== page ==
Greg Justis Wins a Social Justice Research Paper Award

Gregory Justis, 3L, received the 6th Annual Social Justice Research Paper Award for Honorable Mention for his paper, “Defining Union: The Defense of Marriage Act, Tribal Sovereignty and Same-Sex Marriage”. He presented his paper earlier this year at the Midwest Political Science Association Annual Conference.

The annual award invites University of Louisville students to submit papers on any social justice topic. For the second year in a row, judges from various scholarly fields and from the community awarded two first-place winners in the graduate category and one honorable mention, also in the graduate category. Hard copies of their papers are available among our collection of books, journals and other reference materials in the ABI reading room.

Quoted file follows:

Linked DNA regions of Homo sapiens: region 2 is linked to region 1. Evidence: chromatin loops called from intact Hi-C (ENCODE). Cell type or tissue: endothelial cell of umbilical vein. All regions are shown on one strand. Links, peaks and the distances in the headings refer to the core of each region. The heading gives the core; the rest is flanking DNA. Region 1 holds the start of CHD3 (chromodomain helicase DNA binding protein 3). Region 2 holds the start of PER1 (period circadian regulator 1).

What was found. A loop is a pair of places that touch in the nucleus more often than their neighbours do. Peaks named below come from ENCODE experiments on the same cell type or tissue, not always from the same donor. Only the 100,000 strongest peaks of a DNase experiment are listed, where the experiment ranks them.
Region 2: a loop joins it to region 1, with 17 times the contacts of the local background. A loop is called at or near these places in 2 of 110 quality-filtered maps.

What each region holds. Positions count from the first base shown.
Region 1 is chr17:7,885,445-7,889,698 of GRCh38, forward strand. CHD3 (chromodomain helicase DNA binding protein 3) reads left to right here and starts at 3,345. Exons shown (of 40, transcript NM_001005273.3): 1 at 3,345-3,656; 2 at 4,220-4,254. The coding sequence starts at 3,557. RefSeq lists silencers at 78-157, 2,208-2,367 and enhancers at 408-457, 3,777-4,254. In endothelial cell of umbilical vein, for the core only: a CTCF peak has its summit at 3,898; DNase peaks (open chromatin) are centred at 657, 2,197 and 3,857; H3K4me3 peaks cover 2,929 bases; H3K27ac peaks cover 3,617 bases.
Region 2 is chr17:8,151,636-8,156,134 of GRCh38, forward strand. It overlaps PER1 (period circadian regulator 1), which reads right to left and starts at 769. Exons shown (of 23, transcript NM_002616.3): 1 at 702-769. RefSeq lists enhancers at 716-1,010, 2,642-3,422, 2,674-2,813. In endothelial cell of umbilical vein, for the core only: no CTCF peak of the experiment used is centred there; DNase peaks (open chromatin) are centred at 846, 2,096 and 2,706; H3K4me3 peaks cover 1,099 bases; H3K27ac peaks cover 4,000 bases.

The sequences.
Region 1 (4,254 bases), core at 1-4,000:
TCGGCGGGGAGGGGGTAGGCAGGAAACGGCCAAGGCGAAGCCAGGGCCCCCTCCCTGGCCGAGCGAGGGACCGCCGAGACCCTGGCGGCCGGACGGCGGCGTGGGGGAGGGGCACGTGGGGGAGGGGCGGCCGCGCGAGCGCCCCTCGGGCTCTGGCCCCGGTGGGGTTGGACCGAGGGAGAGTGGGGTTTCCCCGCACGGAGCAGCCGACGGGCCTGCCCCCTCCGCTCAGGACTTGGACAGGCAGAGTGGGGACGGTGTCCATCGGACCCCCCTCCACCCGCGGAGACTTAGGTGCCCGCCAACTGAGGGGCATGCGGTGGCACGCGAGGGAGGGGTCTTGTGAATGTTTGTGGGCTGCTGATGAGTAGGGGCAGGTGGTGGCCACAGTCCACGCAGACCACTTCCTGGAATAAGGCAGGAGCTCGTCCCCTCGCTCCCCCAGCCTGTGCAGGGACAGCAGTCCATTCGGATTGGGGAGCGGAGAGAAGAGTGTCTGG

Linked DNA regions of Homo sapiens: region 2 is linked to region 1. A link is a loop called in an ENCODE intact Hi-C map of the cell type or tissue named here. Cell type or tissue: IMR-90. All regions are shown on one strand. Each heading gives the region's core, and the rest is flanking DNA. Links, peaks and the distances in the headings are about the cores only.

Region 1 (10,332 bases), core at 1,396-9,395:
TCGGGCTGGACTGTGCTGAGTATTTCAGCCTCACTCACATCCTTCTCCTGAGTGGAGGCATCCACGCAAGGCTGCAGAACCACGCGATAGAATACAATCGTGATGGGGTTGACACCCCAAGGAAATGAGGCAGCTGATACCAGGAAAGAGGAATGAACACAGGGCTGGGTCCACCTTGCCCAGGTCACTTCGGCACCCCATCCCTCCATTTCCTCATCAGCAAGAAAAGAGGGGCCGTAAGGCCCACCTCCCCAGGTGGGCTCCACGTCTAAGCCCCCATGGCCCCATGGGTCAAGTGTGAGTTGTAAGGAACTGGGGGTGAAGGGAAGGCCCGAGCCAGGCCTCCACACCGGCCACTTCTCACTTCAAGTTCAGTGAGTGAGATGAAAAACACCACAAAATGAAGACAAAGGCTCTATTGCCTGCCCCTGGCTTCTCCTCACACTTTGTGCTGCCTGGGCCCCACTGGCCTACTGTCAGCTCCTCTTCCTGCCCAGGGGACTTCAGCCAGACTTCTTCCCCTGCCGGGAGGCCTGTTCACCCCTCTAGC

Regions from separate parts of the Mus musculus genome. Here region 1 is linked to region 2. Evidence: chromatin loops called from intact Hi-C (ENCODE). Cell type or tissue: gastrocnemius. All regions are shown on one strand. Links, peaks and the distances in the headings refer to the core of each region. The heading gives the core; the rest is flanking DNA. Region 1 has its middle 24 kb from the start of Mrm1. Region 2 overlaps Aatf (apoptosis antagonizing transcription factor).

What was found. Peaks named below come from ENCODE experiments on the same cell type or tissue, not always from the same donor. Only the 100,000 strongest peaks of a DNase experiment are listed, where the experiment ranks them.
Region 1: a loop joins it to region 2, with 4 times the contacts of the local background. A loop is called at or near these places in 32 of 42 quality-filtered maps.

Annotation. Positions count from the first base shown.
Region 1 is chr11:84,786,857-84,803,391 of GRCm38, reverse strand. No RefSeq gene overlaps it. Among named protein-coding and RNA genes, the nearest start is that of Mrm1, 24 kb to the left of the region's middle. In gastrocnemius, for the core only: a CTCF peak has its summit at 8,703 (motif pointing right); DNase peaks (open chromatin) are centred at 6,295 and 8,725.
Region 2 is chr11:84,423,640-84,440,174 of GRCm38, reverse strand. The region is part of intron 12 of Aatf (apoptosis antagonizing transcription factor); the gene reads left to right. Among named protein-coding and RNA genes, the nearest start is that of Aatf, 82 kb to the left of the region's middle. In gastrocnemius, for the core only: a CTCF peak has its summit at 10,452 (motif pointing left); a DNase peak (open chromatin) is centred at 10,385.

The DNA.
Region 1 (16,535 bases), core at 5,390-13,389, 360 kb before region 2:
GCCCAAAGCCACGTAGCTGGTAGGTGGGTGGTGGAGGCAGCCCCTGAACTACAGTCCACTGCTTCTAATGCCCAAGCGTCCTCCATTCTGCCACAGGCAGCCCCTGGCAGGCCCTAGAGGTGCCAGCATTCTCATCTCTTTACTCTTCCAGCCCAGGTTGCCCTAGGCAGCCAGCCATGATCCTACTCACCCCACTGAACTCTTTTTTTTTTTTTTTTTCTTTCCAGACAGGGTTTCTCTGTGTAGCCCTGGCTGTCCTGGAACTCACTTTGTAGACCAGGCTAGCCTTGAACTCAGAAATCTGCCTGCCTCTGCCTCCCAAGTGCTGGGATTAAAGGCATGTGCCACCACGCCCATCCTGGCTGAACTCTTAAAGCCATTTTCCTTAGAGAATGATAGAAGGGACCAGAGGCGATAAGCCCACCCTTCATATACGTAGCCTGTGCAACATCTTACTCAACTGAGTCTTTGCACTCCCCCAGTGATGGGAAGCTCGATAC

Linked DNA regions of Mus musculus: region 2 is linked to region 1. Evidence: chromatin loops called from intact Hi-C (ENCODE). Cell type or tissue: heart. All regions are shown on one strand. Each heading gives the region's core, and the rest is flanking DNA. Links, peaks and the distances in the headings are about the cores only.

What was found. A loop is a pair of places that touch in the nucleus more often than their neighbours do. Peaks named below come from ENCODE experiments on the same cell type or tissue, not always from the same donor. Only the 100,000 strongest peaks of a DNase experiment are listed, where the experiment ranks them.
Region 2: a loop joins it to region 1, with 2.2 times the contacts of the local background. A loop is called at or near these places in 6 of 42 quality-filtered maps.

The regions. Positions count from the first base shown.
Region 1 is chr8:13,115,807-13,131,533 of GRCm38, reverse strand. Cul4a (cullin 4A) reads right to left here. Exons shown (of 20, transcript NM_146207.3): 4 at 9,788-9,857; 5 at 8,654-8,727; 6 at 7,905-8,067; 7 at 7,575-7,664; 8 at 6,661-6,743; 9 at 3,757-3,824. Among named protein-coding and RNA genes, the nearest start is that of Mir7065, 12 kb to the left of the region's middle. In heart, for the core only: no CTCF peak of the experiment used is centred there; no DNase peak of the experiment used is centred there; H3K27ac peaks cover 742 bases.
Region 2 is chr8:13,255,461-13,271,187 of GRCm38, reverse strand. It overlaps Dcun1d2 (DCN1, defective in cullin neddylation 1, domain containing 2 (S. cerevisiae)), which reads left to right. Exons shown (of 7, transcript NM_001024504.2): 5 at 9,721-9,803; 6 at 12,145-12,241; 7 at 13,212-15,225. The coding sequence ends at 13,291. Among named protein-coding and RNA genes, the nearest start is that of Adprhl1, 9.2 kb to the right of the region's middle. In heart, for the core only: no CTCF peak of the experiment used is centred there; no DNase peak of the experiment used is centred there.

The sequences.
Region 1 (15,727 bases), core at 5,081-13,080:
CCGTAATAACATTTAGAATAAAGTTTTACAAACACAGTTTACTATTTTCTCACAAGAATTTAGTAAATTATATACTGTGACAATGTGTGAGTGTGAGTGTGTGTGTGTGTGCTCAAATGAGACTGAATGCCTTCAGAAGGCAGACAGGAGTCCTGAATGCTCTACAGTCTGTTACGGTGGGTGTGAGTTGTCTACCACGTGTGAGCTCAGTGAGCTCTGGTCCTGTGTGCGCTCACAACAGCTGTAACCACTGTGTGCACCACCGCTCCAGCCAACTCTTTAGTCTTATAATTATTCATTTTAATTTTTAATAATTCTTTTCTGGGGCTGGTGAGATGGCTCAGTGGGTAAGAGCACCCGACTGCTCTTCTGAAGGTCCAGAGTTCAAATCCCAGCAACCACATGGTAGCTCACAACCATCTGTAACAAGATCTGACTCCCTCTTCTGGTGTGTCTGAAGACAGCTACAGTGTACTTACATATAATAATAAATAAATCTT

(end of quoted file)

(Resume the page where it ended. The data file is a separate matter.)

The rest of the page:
Abstract: Native American tribes in the United States enjoy an unusual “quasi-sovereign” legal status.  As a result, native tribes possess an inherent authority to regulate tribal domestic relations, and thus to define marriage as they choose – even when such marriages fail to conform to the legal definition proferred by the state.  While recent legislation such as the Defense of Marriage Act (DOMA) have emerged as potential hurdles for state recognition of otherwise valid tribal unions, both history and federal jurisprudence suggest that marriages recognized as valid under customary tribal law should be (and indeed must be) additionally recognized by the states in which such tribes reside.  As a result, although it appears that states may choose to refuse recognition pursuant to DOMA, it appears equally plausible (if not equally probable) that states may choose to recognize tribal same-sex marriages as valid, a potential breakthrough for gender equality in the United States.  This paper explores the potential impact of DOMA and related legislation on the recent trend towards tribal recognition of same-sex unions throughout the United States, as well as the likely impact of legal recognition on state, federal and tribal law.